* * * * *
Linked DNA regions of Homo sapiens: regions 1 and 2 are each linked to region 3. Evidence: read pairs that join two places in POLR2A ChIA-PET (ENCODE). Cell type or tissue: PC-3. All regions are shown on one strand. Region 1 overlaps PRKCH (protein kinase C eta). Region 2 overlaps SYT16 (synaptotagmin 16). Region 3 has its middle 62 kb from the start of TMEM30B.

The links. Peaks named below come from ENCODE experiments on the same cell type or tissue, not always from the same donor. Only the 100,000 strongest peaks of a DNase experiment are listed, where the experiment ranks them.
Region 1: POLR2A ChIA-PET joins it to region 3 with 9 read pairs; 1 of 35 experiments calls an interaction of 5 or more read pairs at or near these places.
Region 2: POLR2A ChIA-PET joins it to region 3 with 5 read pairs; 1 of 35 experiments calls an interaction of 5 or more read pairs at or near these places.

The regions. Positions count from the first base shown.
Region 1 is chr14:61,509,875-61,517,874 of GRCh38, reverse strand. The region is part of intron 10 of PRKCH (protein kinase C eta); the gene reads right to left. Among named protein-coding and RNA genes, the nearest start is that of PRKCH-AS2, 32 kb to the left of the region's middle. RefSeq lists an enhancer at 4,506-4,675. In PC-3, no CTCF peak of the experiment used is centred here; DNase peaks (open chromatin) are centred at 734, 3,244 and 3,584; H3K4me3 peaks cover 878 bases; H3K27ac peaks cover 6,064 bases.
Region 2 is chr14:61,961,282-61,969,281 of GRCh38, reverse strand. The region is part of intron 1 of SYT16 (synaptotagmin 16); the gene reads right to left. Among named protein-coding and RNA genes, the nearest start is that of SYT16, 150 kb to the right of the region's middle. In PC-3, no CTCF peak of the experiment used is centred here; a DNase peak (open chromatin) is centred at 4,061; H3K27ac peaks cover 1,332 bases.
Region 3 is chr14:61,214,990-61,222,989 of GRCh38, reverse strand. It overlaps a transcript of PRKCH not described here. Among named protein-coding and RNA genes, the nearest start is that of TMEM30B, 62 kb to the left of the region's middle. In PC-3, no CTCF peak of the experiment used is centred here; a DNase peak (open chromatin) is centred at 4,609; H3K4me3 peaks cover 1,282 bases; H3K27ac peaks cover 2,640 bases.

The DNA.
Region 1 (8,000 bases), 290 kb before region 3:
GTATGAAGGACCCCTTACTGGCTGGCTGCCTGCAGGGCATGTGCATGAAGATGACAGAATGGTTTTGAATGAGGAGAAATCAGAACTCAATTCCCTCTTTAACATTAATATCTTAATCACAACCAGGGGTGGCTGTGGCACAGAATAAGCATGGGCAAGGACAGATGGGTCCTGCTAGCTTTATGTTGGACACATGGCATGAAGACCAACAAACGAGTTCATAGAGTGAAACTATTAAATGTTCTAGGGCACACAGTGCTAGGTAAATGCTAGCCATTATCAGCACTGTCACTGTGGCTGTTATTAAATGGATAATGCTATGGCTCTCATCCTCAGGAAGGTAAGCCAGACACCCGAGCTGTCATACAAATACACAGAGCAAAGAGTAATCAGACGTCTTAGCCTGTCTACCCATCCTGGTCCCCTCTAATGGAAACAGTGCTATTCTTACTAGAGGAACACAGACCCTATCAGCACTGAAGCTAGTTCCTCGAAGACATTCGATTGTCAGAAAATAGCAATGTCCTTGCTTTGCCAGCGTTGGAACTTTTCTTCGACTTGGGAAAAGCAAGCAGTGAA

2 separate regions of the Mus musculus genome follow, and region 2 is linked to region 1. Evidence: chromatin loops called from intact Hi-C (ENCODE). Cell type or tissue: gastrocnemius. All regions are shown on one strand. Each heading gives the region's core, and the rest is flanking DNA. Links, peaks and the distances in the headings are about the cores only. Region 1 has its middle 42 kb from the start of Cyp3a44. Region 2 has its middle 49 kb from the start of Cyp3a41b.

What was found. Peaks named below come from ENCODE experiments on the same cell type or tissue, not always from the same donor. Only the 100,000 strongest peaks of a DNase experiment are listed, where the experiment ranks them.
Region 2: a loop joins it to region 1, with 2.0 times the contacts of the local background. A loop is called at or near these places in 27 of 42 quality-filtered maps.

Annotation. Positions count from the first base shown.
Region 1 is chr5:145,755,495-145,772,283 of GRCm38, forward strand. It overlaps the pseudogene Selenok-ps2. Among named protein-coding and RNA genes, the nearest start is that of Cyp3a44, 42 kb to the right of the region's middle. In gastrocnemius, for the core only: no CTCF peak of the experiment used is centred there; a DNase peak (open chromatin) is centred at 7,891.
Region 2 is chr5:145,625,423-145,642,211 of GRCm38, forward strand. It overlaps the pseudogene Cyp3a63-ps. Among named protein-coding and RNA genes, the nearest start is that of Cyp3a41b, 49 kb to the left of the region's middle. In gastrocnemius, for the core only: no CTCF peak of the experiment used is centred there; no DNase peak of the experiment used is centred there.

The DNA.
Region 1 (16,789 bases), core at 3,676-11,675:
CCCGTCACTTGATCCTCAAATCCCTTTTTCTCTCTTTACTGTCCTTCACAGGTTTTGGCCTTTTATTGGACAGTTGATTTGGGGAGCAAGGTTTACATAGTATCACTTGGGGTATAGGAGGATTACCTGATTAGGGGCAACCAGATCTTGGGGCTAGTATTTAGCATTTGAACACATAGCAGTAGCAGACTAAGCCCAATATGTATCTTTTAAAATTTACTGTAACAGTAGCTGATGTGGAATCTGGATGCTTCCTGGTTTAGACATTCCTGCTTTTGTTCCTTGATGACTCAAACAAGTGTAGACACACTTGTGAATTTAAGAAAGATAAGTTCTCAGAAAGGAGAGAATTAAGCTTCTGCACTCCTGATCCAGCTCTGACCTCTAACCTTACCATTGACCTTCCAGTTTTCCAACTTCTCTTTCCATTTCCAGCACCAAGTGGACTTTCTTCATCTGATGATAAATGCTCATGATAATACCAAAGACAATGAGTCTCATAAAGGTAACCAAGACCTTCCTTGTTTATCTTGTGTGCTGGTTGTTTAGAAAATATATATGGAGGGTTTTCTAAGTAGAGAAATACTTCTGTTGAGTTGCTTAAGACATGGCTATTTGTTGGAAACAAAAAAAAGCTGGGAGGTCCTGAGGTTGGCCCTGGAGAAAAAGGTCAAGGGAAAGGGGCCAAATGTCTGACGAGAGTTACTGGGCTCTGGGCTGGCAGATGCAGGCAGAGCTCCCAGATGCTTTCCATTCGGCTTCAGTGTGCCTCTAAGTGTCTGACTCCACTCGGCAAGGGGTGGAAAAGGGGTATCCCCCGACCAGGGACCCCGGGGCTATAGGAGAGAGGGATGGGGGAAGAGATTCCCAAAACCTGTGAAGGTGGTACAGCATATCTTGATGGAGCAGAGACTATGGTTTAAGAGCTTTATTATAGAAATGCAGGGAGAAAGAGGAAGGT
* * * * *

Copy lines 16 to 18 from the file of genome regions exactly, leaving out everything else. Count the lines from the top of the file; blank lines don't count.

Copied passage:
Region 1 is chr5:145,755,495-145,772,283 of GRCm38, forward strand. It overlaps the pseudogene Selenok-ps2. Among named protein-coding and RNA genes, the nearest start is that of Cyp3a44, 42 kb to the right of the region's middle. In gastrocnemius, for the core only: no CTCF peak of the experiment used is centred there; a DNase peak (open chromatin) is centred at 7,891.
Region 2 is chr5:145,625,423-145,642,211 of GRCm38, forward strand. It overlaps the pseudogene Cyp3a63-ps. Among named protein-coding and RNA genes, the nearest start is that of Cyp3a41b, 49 kb to the left of the region's middle. In gastrocnemius, for the core only: no CTCF peak of the experiment used is centred there; no DNase peak of the experiment used is centred there.

The DNA.